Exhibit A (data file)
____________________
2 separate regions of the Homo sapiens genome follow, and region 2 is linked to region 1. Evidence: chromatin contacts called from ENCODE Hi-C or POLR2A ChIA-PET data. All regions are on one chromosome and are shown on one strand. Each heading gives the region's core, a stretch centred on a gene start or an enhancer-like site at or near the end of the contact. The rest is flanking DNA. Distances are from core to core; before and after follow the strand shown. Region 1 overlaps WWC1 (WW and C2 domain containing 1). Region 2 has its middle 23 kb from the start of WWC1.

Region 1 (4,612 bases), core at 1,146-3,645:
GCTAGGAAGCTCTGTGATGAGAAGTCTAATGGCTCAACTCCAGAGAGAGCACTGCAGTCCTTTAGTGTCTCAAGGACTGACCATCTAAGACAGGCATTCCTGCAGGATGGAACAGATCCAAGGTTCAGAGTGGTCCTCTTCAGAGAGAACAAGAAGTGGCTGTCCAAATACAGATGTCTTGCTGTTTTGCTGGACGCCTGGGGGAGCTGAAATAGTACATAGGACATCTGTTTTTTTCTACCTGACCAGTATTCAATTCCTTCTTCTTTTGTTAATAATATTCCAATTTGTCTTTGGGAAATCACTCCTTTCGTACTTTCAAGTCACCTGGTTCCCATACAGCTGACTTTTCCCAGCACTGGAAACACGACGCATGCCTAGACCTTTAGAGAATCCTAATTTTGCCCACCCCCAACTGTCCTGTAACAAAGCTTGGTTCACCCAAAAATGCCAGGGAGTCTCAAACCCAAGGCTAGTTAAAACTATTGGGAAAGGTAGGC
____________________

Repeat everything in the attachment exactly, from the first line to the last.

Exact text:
2 separate regions of the Homo sapiens genome follow, and region 2 is linked to region 1. Evidence: chromatin contacts called from ENCODE Hi-C or POLR2A ChIA-PET data. All regions are on one chromosome and are shown on one strand. Each heading gives the region's core, a stretch centred on a gene start or an enhancer-like site at or near the end of the contact. The rest is flanking DNA. Distances are from core to core; before and after follow the strand shown. Region 1 overlaps WWC1 (WW and C2 domain containing 1). Region 2 has its middle 23 kb from the start of WWC1.

Region 1 (4,612 bases), core at 1,146-3,645:
GCTAGGAAGCTCTGTGATGAGAAGTCTAATGGCTCAACTCCAGAGAGAGCACTGCAGTCCTTTAGTGTCTCAAGGACTGACCATCTAAGACAGGCATTCCTGCAGGATGGAACAGATCCAAGGTTCAGAGTGGTCCTCTTCAGAGAGAACAAGAAGTGGCTGTCCAAATACAGATGTCTTGCTGTTTTGCTGGACGCCTGGGGGAGCTGAAATAGTACATAGGACATCTGTTTTTTTCTACCTGACCAGTATTCAATTCCTTCTTCTTTTGTTAATAATATTCCAATTTGTCTTTGGGAAATCACTCCTTTCGTACTTTCAAGTCACCTGGTTCCCATACAGCTGACTTTTCCCAGCACTGGAAACACGACGCATGCCTAGACCTTTAGAGAATCCTAATTTTGCCCACCCCCAACTGTCCTGTAACAAAGCTTGGTTCACCCAAAAATGCCAGGGAGTCTCAAACCCAAGGCTAGTTAAAACTATTGGGAAAGGTAGGC